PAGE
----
In so-called gray divorces, there are three items most commonly contested: spousal support (83 percent), retirement savings and pensions (62 percent) and business interests (60 percent). People over 50 who are pondering divorce need to be keenly aware of the high stakes involved in those items and the complexity of property division disputes, the president of the American Academy of Matrimonial Lawyers said.

Addressing personal finances beforehand

Before a couple takes that way down the aisle, there are a number of conversations they should have first. Where to honeymoon? Will they have kids? Who sits near the strange uncle at family dinners? And so on.

A recent in U.S. News and World Report says that one important conversation couples should not overlook is how they will approach their finances during marriage. If they have this often-difficult conversation, it can avoid complications later, especially for couples with significant assets.

While a marriage can end, parenting is forever

No one should enter into marriage lightly and no one should enter the divorce process lightly either, writes a social psychologist. She emphasizes that parents should be especially careful when considering divorce, and also when choosing what kind of divorce they will have.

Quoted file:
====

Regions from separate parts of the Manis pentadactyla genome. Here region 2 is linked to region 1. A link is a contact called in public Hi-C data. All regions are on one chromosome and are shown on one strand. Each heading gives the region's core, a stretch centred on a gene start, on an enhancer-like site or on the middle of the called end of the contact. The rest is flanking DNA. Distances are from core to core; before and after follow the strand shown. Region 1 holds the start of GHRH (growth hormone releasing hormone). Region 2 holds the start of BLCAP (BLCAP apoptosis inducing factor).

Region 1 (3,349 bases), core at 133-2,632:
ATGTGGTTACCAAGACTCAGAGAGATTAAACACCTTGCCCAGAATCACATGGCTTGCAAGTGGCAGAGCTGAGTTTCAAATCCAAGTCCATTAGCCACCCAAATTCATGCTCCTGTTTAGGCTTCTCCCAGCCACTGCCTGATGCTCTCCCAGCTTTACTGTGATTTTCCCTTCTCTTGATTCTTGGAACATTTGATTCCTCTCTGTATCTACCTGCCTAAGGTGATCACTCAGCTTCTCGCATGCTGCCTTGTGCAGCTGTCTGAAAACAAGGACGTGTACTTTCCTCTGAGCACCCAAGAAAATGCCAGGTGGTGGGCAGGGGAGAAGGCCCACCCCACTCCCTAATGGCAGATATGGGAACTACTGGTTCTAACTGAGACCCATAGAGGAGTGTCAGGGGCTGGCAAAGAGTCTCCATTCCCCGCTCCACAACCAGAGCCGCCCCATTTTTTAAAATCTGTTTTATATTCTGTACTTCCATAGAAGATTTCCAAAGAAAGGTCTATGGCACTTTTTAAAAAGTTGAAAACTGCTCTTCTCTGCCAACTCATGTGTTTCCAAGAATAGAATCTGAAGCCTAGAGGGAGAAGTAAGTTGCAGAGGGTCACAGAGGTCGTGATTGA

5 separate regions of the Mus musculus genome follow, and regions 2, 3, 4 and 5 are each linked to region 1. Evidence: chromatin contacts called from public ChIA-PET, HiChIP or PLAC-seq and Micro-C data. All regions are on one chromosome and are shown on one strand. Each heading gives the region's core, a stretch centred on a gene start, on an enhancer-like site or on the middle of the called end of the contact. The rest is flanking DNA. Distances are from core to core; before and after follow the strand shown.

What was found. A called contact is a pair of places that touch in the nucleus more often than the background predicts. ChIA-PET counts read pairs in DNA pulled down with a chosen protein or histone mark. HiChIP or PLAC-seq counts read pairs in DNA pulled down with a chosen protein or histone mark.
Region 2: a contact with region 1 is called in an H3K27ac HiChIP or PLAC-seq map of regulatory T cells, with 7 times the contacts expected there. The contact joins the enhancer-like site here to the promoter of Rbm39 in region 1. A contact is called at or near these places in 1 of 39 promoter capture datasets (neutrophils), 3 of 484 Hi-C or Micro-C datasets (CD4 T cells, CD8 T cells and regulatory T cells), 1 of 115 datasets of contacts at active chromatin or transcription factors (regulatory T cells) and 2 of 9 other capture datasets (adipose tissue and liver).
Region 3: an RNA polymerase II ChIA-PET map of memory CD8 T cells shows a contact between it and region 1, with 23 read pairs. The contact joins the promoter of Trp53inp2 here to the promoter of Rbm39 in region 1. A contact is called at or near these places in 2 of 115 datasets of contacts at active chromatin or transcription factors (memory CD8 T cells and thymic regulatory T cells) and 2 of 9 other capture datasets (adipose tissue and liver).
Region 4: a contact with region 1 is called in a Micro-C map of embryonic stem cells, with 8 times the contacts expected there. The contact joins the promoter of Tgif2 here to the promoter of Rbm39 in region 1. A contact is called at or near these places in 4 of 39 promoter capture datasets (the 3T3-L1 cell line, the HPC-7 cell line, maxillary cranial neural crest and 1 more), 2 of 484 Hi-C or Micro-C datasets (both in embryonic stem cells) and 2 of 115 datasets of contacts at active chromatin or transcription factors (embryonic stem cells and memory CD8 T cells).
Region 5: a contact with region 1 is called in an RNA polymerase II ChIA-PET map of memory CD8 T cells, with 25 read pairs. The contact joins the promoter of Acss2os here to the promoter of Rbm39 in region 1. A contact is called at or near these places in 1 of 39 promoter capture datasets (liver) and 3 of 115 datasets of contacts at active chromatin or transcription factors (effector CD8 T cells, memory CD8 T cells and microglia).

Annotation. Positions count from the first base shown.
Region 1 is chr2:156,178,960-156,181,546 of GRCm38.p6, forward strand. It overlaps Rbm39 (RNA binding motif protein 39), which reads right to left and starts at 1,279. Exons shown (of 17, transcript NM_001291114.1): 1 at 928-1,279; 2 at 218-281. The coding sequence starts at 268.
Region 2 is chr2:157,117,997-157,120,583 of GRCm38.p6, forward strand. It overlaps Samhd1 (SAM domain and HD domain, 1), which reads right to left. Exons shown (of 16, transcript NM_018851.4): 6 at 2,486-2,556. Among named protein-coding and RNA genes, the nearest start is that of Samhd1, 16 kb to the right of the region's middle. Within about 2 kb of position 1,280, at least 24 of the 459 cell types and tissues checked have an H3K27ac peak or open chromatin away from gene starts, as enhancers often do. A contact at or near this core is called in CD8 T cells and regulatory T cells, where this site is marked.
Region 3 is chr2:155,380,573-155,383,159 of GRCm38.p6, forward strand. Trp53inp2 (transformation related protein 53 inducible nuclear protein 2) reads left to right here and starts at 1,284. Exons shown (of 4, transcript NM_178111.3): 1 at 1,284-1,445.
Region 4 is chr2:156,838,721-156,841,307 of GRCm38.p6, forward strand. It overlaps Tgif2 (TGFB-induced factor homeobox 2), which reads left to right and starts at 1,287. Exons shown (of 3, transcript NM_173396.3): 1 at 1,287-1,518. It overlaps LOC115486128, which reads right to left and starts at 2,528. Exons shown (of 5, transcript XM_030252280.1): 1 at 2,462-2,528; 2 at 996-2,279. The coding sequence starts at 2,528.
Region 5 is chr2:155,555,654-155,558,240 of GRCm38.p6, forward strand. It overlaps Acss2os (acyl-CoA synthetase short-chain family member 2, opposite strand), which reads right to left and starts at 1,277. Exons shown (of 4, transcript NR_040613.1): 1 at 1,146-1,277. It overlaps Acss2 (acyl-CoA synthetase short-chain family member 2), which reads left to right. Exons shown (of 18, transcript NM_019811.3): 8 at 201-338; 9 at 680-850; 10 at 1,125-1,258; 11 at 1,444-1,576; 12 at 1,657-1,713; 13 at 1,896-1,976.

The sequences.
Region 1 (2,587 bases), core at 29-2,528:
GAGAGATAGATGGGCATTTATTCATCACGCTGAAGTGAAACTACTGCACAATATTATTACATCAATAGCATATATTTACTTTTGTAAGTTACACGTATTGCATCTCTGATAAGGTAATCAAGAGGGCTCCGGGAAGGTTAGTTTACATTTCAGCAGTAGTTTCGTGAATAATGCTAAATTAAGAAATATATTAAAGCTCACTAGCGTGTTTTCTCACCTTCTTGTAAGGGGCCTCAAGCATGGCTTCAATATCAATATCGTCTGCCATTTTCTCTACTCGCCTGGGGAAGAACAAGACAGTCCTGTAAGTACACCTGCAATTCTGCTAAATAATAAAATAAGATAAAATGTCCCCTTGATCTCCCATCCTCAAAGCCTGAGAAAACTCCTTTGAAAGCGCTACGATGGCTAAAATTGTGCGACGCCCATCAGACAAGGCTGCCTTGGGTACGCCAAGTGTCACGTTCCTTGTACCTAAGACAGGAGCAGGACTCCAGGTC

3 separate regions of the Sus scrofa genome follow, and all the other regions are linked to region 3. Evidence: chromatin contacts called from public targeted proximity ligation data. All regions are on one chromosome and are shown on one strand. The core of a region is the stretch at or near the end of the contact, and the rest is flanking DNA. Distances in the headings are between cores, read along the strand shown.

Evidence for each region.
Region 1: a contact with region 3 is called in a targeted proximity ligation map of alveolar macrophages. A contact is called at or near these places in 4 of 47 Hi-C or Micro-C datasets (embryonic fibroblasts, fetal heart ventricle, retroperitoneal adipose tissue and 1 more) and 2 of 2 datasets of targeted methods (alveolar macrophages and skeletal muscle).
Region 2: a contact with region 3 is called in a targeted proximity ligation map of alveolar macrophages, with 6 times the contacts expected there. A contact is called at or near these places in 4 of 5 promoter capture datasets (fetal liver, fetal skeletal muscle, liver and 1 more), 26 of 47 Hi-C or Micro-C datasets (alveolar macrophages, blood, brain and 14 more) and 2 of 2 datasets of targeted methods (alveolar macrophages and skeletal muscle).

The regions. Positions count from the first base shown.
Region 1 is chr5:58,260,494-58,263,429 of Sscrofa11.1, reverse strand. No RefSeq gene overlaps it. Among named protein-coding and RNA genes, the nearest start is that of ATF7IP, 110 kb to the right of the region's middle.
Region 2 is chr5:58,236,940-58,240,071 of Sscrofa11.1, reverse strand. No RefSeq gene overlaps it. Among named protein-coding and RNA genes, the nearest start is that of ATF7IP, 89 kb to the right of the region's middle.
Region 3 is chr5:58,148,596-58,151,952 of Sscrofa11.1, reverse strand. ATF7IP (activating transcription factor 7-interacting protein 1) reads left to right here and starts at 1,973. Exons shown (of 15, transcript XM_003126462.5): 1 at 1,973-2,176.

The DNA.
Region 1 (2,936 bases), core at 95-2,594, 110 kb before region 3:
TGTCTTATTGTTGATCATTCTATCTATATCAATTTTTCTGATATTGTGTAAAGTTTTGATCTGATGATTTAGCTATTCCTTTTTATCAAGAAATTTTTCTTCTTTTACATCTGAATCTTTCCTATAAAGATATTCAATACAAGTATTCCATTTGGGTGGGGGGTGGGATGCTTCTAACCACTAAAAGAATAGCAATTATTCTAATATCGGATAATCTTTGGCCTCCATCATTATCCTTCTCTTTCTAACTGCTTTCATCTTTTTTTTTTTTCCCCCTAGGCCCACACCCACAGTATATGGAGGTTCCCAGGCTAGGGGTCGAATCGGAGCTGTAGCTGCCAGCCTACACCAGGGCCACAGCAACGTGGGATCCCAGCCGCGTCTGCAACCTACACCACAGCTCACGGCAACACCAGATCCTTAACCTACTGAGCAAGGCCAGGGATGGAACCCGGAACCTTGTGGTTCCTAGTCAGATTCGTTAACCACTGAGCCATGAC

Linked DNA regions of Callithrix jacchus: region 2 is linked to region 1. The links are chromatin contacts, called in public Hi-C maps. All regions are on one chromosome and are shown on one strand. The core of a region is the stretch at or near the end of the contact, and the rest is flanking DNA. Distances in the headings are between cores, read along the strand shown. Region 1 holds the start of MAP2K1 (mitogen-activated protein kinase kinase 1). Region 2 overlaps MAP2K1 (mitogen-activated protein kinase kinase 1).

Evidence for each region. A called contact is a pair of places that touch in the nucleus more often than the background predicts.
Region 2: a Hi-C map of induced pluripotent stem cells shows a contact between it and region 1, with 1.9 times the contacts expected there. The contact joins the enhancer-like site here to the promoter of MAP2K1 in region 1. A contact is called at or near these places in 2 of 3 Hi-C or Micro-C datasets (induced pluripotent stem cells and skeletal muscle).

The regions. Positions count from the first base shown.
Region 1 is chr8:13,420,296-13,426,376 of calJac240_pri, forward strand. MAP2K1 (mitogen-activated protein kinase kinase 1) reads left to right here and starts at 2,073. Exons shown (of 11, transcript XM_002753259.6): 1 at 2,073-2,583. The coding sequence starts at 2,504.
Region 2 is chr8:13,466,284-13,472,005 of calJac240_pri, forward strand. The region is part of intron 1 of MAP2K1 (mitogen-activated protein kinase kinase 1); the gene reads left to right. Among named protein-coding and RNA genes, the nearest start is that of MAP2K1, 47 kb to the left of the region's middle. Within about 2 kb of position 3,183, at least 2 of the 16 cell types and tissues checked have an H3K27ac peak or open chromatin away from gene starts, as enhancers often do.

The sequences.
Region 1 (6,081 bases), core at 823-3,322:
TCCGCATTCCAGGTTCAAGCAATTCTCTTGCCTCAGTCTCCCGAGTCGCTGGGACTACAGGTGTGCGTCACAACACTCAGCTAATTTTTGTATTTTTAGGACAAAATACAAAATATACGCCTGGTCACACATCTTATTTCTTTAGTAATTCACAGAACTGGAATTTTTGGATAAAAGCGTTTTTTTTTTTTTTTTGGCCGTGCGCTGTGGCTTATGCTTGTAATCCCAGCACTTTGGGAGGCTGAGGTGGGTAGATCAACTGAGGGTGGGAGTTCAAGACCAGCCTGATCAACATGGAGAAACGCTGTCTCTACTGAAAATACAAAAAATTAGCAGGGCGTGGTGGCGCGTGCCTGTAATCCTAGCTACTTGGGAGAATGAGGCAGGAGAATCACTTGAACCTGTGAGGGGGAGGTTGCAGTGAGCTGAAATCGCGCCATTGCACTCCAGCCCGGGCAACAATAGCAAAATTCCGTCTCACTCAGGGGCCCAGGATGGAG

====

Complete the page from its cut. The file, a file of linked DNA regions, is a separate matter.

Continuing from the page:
She says it's up to you to choose whether your divorce will be acrimonious or amicable, and that the choice you make will have a lasting impact on your children.

Divorce attorney advice on how to pick a divorce attorney

When you face divorce, you face a blizzard of questions about how you will deal with the end of your marriage. How will your kids handle it? How will child custody be decided upon? How will property be divided? And so on.

All are important questions, as is this one: "How do I find a good Peoria family law attorney?" A recent article written by a divorce lawyer gives advice on how to shop for and choose an attorney who will help you through a difficult time.

Working Toward Equality for Divorcing Dads

Another Father's Day has come and gone. For some dads, it's an annual reminder of how little they see their children. Some fathers to the north of Peoria recently spent the day celebrating Fatherless Day, a day to raise awareness of kids who don't see their fathers because of death or divorce.

The group Illinois for Parental Equality is working to get divorced dads more access to their children, the president of the organization says.

  • I cannot even express in words the level of gratitude that I feel. ‘Thank you’ doesn't seem to be enough. Please know that your services and compassion will never be forgotten! I am forever grateful!

  • Thank you so much for your hard work and expertise. I feel as a father in the state of Illinois that what I am trying to achieve is nearly impossible. I am so glad I chose to have your office full of extremely intelligent women represent me.

  • We would like to say thank you for your expertise, education, and kindness when we met with you! Your confidence has helped to comfort us and give us hope that resolution of the issue is possible.

  • I just wanted to say thank you from the bottom of my heart for all your time, energy, and efforts you put into our case. Thank you for helping make our son's quality of life better. I cannot tell you how happy we are!